- Data Reduction

- Goals of Analysis

- Practical Tips for Handling Data for Coding

- Teaching Students Where Codes and Themes Come From

- Teaching Analysis as a Collective Classroom Activity

CLASSROOM EXERCISE 9.1. Trying Out Data Analysis in a Large Group

- Questions as a Way to Teach Data Analysis

- Who, What, Where, When, Why, and How?

- Reflective Questions That Interrogate Data

- Questions for Peer Review

CLASSROOM EXERCISE 9.2. Peer Feedback in Data Analysis

- Qualitative Analysis Strategies

- Teaching Analysis through Visual Displays

CLASSROOM EXERCISE 9.3. Creating Visual Displays and Visual Memos

- Teaching Interpretation

- Use of Metaphor to Teach Qualitative Analysis

CLASSROOM EXERCISE 9.4. Looking for Metaphors and Analogies

- Using Theory as a Building Block for Analysis

- Chapter Summary

10. Writing Qualitative Research Reports and Articles

- Writing Doctoral Dissertations, Master’s Theses, and Refereed Journal Articles

- Teaching about the Different Sections through Examples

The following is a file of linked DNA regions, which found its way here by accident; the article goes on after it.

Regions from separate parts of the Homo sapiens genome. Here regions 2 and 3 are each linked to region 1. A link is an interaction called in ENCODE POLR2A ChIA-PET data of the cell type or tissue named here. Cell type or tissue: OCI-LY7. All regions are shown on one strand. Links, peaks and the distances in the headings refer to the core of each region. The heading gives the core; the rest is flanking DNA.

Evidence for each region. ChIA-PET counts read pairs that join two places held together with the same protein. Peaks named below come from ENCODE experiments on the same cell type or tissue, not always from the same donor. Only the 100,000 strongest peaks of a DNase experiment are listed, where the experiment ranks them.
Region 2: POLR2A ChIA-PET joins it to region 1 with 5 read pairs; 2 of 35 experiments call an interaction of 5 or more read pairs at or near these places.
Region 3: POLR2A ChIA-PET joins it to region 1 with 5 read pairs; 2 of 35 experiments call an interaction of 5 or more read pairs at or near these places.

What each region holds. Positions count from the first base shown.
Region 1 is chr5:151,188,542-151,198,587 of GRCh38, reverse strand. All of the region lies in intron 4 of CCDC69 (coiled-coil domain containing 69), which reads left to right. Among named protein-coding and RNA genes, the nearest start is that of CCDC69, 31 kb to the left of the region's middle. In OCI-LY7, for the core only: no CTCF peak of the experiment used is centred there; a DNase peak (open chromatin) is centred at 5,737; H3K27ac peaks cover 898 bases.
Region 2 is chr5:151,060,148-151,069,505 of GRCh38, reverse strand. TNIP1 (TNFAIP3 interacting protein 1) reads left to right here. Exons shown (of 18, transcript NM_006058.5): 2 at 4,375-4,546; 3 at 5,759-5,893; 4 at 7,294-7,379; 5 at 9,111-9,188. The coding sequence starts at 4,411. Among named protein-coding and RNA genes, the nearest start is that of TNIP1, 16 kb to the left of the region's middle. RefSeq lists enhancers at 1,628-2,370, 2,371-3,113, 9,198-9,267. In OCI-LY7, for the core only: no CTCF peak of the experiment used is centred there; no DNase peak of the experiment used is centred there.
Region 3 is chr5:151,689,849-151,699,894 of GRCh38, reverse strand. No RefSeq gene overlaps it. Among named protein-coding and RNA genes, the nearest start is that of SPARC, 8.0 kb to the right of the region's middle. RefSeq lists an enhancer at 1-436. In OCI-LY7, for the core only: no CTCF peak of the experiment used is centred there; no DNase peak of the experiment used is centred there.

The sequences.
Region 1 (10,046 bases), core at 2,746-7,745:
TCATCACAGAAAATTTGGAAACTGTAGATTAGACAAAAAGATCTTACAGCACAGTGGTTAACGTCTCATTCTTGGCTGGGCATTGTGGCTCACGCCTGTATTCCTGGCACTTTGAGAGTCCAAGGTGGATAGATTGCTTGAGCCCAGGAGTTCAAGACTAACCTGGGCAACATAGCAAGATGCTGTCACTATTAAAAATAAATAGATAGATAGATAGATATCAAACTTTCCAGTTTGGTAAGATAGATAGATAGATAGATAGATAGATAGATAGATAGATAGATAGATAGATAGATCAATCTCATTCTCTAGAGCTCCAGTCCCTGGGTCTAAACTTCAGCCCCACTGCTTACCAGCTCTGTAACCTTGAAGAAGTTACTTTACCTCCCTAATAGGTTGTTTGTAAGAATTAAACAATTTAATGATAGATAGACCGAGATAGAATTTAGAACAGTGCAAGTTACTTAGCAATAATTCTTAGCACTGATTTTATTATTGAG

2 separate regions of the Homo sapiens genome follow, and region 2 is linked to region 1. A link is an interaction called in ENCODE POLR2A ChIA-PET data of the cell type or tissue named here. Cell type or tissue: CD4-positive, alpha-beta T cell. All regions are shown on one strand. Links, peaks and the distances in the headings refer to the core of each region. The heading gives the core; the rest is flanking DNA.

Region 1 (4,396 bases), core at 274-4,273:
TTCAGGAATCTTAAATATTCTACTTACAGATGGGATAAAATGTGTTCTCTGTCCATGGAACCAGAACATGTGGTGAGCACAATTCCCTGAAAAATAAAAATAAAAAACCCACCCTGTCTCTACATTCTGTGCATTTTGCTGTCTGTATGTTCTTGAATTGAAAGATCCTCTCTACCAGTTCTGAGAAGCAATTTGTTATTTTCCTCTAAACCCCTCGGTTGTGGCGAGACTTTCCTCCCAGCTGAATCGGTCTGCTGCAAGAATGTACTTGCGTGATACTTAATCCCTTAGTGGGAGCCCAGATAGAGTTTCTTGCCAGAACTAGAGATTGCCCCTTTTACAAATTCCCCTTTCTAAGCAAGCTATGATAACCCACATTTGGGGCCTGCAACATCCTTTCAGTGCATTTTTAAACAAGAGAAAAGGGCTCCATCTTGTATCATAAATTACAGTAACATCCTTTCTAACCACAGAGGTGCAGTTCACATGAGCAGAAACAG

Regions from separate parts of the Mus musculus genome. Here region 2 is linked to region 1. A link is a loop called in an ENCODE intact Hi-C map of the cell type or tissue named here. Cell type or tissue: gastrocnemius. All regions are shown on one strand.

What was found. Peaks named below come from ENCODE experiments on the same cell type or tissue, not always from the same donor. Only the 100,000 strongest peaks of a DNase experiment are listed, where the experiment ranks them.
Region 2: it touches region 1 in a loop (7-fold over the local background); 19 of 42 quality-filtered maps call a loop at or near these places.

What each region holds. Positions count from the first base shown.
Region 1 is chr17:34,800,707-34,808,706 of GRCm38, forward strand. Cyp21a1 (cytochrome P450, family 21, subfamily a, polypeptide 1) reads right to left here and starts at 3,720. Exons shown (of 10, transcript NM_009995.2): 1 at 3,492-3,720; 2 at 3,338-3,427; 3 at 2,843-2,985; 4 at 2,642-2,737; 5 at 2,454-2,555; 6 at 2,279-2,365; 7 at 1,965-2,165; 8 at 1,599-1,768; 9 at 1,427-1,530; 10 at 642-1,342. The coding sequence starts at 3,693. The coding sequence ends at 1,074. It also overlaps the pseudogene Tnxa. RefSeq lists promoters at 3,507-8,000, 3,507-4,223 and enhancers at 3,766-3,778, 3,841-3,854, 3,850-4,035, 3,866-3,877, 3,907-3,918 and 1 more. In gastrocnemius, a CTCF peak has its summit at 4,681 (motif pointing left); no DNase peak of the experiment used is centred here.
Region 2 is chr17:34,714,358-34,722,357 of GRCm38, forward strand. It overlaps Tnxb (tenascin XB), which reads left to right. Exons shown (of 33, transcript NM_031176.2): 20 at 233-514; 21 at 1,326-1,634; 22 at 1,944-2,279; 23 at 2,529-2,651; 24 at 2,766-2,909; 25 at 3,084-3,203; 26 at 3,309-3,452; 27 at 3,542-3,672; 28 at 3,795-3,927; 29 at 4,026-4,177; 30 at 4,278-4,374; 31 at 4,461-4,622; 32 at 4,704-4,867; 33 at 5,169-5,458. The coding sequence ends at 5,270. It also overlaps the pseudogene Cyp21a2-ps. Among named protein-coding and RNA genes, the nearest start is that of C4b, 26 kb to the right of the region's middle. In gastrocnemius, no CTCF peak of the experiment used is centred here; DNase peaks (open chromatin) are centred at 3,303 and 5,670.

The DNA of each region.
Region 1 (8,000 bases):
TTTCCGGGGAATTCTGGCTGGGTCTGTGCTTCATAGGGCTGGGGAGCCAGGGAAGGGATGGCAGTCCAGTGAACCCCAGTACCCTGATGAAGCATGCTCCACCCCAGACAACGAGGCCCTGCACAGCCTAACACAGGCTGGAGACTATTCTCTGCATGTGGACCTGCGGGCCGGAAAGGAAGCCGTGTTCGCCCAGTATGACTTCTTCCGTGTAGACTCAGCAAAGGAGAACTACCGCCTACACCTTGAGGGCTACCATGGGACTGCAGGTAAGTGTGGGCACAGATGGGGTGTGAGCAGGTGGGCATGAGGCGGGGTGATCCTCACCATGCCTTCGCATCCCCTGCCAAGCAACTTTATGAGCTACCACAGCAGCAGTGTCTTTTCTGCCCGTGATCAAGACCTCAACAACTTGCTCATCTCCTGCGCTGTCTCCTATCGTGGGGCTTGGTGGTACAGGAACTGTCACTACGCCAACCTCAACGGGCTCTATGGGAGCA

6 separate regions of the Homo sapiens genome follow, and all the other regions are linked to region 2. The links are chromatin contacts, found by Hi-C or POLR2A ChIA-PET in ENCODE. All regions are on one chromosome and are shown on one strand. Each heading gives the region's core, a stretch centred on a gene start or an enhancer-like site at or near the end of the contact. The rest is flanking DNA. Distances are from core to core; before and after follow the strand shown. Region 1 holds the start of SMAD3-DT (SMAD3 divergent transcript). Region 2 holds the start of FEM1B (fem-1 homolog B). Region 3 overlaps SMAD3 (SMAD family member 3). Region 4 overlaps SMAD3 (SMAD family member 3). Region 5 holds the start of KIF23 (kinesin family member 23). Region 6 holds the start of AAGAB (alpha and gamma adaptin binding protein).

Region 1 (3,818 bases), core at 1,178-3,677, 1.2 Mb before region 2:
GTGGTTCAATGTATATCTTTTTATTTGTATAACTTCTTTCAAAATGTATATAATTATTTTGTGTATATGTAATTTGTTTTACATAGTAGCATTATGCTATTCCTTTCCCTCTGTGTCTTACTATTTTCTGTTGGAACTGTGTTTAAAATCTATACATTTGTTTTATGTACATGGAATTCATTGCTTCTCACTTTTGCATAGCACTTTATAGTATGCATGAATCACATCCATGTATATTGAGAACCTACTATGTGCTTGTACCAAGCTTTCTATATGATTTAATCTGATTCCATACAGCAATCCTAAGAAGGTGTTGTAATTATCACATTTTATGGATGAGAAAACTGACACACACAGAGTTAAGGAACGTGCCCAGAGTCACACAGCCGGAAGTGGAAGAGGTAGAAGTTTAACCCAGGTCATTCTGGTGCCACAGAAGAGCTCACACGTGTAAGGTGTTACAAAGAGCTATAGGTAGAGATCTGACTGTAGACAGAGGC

- Low-Stakes Writing—or Practice Writing as a Pedagogical Strategy

- “Workshopping” as a Method to Teach Writing Qualitative Research

- Creating Peer Circles for Workshopping Writing

- Writing Findings in Qualitative Research

- Making Claims from Data

- Making Meaning from Data

- Telling the Lesser Stories through Summaries

- Using Pseudonyms or Composites for People and Places in Qualitative Research Findings

- Writing the Discussion Chapter

- Acknowledge Limitations and Delimitations

- Writing Articles during and after the Dissertation

- Writing for Journals and Conferences

- What Is Quality in Qualitative Research?

CLASSROOM EXERCISE 10.1. A Dialogue on Quality

CLASSROOM EXERCISE 10.2. Presenting the Study in a Conference Format